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In his visit to the U.S., Pope Benedict reminded us that the Church is the heart of Western civilization. The Church in her faults and in ours—in what we have done and what we have failed to do—has much work to do. If today we carry our burden lighter, it is thanks to the Holy Father’s gentle words in 17 speeches to the various groups. But still his deep concern is over the vanishing regard for Western civilization.
The pope recognizes that Catholicism is a culture as well as a religion, and that a strong cultural identity can cultivate faith in the present generation and, as it has for centuries, pass it along to the next.
Our Catholic practices have become casual. Many self-identified Catholics believe they can carry the faith casually. They don’t have to go to Mass on Sundays. They don’t have to believe in all the Church’s teachings. They can pick and choose what suits the attitudes of their friends. A recent survey showed that while 77 percent of American Catholics said they were proud to be Catholic, a stunning 68 percent said you could be a good Catholic without going to Mass on Sundays.
Our “greatest generation,” a mélange of boys from every social, income, educational and ethnic make-up, went off to World War II to save us from Nazism and its ideas of cleansing the world of their definition of inferiors. Inferiors were Jews, Slavs, often Catholics, the mentally and physically handicapped as well as any dissidents.
WWII was a particularly bloody war. Miscalculations in war are many, execution of battle plans faulty. But they fought. Faith kept them going. Many carried rosaries and Bibles. Chaplains heard confessions and baptized soldiers in Italian fountains. The boys believed they were forcing the world back to reason.
In a mammoth failure of intelligence, Monte Cassino, a Benedictine abbey from the sixth century, was bombed in February 1944. Here black-robed Benedictines had spread the Gospel and helped preserve Western civilization. Precious manuscripts, ancient drawings and paintings, frescoes and centuries of scholarship were cataloged there. This precious monastery towered above everything. Seven acres of Travertine stone had a façade twice as long as Buckingham Palace. From there the founder, St. Benedict, had defined the rule of western monasticism with its piety, humility and obedience. Benedict and his twin sister, St. Scholastica, were buried there.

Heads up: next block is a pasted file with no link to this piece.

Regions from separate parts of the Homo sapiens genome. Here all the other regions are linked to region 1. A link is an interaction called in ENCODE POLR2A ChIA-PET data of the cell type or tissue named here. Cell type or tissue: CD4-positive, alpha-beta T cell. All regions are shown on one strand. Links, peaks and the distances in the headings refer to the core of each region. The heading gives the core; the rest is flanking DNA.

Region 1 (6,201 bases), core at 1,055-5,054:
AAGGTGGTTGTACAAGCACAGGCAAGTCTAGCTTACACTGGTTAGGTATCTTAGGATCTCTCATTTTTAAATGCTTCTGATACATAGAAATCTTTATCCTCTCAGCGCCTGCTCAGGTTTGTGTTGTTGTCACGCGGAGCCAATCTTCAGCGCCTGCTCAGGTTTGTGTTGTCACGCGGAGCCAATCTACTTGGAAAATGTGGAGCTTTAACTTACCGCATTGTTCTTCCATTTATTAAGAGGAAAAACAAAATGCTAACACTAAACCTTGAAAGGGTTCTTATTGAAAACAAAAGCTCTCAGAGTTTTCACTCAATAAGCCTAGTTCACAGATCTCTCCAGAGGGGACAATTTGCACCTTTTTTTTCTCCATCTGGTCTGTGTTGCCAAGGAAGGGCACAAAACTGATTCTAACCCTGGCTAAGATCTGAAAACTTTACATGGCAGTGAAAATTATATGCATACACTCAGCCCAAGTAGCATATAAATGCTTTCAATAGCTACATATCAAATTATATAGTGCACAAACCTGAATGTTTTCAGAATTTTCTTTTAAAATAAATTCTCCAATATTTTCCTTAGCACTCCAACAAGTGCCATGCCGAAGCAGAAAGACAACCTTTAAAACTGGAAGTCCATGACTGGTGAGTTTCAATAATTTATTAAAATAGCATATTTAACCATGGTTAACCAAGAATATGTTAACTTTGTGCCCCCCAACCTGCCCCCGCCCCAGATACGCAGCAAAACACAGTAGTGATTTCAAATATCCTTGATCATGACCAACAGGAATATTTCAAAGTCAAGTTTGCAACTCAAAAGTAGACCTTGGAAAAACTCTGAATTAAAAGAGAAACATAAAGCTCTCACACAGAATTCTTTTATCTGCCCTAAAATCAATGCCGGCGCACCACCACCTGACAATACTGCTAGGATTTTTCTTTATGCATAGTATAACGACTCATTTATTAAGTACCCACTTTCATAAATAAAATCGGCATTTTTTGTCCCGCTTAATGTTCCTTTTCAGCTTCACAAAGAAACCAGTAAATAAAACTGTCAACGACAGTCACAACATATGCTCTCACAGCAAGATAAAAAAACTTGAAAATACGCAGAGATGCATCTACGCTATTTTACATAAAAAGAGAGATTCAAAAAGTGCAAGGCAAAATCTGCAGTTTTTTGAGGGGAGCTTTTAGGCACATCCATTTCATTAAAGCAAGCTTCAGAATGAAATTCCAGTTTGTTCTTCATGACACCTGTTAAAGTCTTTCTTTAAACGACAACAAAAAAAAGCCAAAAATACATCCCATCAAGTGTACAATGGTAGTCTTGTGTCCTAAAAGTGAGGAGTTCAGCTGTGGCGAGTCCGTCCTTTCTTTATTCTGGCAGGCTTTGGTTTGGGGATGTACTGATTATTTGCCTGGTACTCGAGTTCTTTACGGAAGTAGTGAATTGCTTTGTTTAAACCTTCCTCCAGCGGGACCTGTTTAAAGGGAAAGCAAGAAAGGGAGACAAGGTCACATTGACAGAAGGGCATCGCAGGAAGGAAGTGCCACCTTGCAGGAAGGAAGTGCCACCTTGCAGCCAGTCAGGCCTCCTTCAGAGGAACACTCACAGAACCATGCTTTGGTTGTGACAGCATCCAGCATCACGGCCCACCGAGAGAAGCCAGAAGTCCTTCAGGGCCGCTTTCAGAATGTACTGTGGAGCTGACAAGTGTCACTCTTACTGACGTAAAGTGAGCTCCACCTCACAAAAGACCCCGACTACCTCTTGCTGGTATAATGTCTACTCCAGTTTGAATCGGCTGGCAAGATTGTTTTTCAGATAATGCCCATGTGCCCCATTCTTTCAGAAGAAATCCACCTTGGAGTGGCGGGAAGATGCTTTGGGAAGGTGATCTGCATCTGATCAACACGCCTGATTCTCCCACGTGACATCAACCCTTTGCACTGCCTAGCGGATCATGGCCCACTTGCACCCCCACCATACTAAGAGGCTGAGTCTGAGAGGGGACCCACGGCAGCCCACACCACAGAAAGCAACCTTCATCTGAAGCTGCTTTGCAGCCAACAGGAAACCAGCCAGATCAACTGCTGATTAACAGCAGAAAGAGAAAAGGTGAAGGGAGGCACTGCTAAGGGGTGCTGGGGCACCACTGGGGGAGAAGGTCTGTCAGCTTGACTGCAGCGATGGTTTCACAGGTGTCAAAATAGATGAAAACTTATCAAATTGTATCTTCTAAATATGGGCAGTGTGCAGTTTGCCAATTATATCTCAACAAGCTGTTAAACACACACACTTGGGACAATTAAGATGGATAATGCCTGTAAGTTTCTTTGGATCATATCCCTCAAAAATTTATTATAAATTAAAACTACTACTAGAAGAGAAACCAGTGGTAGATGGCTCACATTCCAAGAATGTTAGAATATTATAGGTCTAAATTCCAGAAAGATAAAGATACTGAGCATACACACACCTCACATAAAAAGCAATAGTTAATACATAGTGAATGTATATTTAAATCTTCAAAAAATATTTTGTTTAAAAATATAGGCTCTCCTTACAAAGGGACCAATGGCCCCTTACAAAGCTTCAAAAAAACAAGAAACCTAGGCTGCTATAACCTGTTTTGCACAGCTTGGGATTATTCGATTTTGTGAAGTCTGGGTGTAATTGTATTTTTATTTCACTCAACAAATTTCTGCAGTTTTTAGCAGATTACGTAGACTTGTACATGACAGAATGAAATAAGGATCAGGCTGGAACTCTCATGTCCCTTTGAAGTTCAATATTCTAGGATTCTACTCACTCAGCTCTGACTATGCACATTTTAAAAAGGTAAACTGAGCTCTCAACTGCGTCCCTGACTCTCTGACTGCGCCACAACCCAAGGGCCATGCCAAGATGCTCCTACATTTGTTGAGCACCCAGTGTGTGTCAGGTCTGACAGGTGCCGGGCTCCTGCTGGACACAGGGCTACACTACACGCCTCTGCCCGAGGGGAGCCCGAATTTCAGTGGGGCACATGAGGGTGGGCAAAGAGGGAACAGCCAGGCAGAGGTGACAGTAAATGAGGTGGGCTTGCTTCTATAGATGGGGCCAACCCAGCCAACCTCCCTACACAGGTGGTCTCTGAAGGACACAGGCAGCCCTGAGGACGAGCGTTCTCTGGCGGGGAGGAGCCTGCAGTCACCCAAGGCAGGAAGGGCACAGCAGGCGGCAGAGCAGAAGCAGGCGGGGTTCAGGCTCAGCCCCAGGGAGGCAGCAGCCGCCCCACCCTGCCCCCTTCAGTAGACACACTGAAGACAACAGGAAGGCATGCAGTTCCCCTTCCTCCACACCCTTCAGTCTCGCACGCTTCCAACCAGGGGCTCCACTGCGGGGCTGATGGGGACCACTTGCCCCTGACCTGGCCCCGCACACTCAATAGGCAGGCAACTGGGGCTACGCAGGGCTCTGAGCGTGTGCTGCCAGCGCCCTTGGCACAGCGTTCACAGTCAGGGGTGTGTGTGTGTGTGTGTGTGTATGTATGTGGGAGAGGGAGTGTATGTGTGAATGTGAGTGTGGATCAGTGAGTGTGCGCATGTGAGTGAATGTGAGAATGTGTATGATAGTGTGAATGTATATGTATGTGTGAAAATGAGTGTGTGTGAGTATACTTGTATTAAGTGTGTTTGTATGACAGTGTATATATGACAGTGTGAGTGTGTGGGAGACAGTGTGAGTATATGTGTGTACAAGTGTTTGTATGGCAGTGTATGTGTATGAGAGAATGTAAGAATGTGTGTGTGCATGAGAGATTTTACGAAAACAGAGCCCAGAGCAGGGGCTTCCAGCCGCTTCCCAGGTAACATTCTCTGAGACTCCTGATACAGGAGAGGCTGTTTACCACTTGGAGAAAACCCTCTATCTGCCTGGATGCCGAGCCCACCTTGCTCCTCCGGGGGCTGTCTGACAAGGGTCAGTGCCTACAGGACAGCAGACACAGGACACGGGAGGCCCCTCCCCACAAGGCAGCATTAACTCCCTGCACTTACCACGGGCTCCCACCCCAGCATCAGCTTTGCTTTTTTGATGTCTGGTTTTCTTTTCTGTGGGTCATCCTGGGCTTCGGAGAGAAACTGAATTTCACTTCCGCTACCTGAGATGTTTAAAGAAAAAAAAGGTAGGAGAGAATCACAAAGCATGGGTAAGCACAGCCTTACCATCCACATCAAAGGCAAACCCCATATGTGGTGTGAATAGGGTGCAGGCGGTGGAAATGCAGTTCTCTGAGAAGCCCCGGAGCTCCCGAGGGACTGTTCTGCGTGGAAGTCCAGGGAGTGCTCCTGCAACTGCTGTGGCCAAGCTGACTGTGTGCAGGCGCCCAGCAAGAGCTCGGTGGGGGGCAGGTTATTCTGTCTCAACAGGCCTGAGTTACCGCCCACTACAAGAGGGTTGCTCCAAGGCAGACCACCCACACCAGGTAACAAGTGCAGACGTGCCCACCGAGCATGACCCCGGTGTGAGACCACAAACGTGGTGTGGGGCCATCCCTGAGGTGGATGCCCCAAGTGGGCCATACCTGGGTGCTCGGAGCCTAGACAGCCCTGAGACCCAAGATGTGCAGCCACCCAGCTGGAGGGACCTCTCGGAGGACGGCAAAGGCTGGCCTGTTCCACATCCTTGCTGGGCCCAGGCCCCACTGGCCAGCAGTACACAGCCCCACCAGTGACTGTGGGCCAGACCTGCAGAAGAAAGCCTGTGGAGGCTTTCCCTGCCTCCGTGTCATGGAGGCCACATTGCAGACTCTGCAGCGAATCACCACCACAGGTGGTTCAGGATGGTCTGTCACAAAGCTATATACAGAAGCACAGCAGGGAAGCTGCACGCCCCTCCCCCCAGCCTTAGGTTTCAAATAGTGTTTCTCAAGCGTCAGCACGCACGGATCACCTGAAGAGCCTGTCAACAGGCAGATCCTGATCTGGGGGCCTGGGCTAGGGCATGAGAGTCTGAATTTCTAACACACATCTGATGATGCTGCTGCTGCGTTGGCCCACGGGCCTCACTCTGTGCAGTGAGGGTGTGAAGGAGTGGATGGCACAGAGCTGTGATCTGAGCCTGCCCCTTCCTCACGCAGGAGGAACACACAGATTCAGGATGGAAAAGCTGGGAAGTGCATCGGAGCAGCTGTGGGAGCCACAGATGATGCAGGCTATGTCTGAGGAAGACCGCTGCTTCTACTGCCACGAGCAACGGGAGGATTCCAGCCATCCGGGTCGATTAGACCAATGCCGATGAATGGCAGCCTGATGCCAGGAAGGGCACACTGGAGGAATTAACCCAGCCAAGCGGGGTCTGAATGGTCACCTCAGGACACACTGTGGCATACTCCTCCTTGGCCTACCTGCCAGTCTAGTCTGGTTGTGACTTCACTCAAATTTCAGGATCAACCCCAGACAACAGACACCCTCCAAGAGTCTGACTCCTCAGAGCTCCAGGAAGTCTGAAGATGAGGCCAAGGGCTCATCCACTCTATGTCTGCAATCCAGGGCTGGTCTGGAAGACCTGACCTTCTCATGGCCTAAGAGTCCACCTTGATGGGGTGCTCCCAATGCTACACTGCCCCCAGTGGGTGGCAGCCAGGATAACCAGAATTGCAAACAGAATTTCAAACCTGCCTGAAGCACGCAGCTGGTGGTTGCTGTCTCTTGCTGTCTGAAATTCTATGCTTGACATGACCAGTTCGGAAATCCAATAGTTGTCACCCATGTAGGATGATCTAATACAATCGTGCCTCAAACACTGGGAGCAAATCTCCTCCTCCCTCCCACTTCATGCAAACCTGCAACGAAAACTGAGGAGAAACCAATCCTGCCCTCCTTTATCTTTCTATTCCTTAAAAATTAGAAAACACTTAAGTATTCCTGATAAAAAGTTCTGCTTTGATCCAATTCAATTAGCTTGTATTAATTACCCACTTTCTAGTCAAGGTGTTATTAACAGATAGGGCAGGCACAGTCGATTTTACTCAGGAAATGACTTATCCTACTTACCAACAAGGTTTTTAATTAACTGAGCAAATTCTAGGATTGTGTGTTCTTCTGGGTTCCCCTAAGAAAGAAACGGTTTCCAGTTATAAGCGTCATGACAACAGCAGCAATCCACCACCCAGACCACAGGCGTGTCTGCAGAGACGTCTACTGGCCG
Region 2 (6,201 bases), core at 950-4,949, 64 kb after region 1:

The abbey had faced demolition for 15 centuries from Lombards, Saracens and Napoleon’s guns and now Allied firepower. But it always rebuilt in keeping with its motto: “Succisa Virescit”— “Struck down, it comes to new life.”
The Allies bombed the monastery convinced the dug-in Germans were well fortified there. Hundreds of refugees sheltered in Monte Cassino were killed or wounded that day in 1944. The ruined abbey symbolized the grinding war of attrition. At home a Gallup poll taken shortly after the bombing found that if military leaders believed it necessary to target historic and religious shrines in Europe, 74 percent would approve and only 19 percent disapprove. War was whittling away all civility and moderation, youth and innocence, mountains and men.
Malaria kept Cassino uninhabitable for two years. However, the gleaming white abbey on the hill was eventually rebuilt once again. Monks are there today praying the Liturgy of the Hours, going about their labors and teaching a new generation the core truths that are the foundation of Christian culture.
Was the battle worth the candle? The generals thought so. Ask a veteran.
At times dwindling numbers of our greatest generation must wonder what they fought for as it plays out in today’s society. Mainly freedoms and rights were secured—freedom from Nazism, and tyranny. Freedom to follow bizarre, outlandish ideas, too.
What does all that WWII carnage and sacrifice say to us today? We have our end of the bargain to uphold. With Catholic beliefs under fire, the campaign is hardly won. Western civilization, our culture, practices and faith, is still in peril. But the Holy Father has lit the way. He told us that he chose the name Benedict for the effort of Benedicts past to preserve Catholic culture. Through prayer and civic effort we can and must carry the flame. We are the ones called to spread the Gospel’s teachings, to defend life, oppose abortion, and protect all human rights.
Like Monte Cassino, our Church has been besieged and battered by modernism. It is in need of repair and rebuilding if it is to fulfill its mission to be Christ’s light to the world. One soldier said, “I belong to the great American army and I am part and parcel of the forces fighting for the kind of America we always dreamed of back home.” We don’t always know the shape and style of society “back home.” Shifts come about among younger generations which we do not always approve. But we do believe our Church has long fought for the forces of reason to be heard. Now it is up to us to live under the rule of faith with reason and use both to protect the dignity of man.
We are the pope’s legions.
Kevin and Marilyn Ryan edited “Why I Am Still a Catholic” [Riverhead Books, 1998] and live in Chestnut Hill, Mass.